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Dish launches "industry first" 4K TV set-top box

Dish launches "industry first" 4K TV set-top box
The new 4K Joey from DISH promises to bring Ultra HD content to 4K TV owners
The new 4K Joey from DISH promises to bring Ultra HD content to 4K TV owners
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The new 4K Joey from DISH promises to bring Ultra HD content to 4K TV owners
The new 4K Joey from DISH promises to bring Ultra HD content to 4K TV owners

One of the biggest reasons many users are reluctant to spend the extra money to pick up a 4K television is a lack of content. DISH is aiming to change that with the launch of its 4K Joey set-top box, which will bring 4K cable to the home, along with some other interesting features.

A box that's capable of receiving a signal in 4K is nice, but the content needs to be there. For that, Dish claims that it will deliver 4K content from "several providers," with announcements of exactly which providers are on board coming closer to launch of the device itself, which will be in the second quarter of 2015.

Outside of the actual 4K content, another interesting aspect of the 4K Joey is the way its picture-in-picture works. Because of the extra resolution, the device will be able display two channels side-by-side, with each in HD. For sports fans, this could be a huge selling point, as it prevents the need to switch back and forth between two big games happening at the same time.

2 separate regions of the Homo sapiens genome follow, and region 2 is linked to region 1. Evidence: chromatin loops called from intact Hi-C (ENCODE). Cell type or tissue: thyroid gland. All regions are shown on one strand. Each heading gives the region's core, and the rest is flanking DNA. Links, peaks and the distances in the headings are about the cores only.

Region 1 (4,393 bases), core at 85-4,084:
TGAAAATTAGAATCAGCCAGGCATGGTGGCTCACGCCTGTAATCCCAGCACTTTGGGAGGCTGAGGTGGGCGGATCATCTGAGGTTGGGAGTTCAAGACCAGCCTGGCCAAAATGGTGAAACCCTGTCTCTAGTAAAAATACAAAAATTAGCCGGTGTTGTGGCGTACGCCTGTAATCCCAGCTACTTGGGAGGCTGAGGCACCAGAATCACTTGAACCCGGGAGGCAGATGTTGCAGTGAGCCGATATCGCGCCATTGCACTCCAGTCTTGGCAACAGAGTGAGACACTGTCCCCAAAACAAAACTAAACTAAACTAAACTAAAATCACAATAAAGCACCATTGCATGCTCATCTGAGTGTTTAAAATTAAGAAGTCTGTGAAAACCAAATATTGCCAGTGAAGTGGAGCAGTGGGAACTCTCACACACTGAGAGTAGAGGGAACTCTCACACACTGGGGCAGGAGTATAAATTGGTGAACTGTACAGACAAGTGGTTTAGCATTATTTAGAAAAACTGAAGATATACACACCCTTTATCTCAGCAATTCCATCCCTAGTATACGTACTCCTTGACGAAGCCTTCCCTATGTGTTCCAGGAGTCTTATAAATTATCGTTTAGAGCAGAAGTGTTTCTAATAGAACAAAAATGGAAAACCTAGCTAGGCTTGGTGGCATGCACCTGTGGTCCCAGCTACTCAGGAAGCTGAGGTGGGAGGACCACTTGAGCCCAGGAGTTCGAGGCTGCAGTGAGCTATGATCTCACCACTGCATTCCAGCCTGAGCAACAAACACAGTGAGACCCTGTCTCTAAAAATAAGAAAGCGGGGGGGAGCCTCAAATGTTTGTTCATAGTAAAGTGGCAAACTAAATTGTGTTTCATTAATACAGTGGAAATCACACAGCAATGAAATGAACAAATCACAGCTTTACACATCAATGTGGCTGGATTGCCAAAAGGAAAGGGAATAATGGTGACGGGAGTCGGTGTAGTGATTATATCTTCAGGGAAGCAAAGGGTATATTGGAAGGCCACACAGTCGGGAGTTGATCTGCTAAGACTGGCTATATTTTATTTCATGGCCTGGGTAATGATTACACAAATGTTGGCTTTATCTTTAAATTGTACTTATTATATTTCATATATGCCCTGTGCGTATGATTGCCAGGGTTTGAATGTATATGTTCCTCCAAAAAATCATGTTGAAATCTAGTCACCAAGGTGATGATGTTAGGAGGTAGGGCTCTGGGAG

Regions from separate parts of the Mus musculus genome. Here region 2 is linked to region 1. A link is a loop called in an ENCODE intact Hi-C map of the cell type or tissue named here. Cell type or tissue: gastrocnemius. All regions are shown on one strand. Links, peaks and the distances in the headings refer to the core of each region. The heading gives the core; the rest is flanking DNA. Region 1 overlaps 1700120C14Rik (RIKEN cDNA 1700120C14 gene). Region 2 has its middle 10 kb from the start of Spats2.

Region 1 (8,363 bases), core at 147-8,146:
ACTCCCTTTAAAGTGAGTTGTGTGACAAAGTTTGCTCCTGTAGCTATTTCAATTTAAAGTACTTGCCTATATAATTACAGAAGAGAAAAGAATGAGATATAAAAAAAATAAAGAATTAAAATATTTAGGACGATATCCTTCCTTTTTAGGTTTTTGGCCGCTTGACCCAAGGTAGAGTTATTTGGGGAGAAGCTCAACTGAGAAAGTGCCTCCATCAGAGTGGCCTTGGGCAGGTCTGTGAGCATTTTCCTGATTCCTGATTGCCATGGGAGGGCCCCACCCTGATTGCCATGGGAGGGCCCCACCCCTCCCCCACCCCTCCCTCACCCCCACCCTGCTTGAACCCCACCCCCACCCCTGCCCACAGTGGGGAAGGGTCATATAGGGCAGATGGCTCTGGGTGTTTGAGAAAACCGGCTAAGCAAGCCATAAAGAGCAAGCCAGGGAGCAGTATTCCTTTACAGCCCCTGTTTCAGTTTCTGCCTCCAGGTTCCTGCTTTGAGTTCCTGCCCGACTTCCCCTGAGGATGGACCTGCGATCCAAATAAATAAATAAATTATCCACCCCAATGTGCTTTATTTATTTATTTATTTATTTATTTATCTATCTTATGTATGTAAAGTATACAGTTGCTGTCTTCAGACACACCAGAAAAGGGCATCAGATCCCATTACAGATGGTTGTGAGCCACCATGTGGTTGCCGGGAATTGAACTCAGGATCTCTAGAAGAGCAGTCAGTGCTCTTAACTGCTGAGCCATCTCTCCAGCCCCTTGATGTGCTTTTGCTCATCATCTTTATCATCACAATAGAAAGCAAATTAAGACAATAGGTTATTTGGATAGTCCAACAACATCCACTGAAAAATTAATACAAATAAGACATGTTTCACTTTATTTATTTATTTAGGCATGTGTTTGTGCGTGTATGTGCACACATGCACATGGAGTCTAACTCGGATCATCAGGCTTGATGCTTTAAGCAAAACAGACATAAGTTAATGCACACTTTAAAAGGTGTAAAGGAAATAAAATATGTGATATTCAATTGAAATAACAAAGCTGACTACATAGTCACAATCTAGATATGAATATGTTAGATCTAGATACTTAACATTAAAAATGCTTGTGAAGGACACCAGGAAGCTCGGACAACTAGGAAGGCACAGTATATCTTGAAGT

Another important fact for current DISH users is that the new box supports the Hopper, the company's popular full home DVR system. It also supports Hopper apps like Netflix and Vevo. The box will work with any HDMI 2.0/HDCP 2.2-compliant TV, which should cover the 4K models on the market.

It's also that worth noting that DirecTV began offering 4K content to subscribers late last year, but this requires the user to own a 4K TV with RVU technology built in, with compatibility currently limited to Smart 4K models from Samsung.

While DISH did announce the Q2 release window for its new 4K set-top box, it did not announce pricing information. Presumably, it would take the form of a monthly fee, which is generally how most television providers offer their equipment, but it will be interesting to see how it compares to a standard HD box.

Of course, the main limiting factor will still be how much 4K content there is watch. The enhanced PiP is a cool feature, but will probably not be enough to make this a must-have device on its own.

Source: DISH

Update (Jan. 13, 2015): Article text was edited to include a mention DirecTV's 4K offering.

Peter Kelly
As has been well documented elsewhere, the benefits of 4K are minimal for most people in average sized houses (especially in the UK!), but the downsides for the providers are huge.
The sheer volume of data and the bandwidth needed to provide it make it difficult and expensive. It becomes a hard thing to justify if the rewards are virtually nil.
Add to that there are still great swathes of many countries that are barely beyond dial-up internet speeds and it will be a long time before we see any of this come to fruition. I suppose someone has to be first to start the journey, though!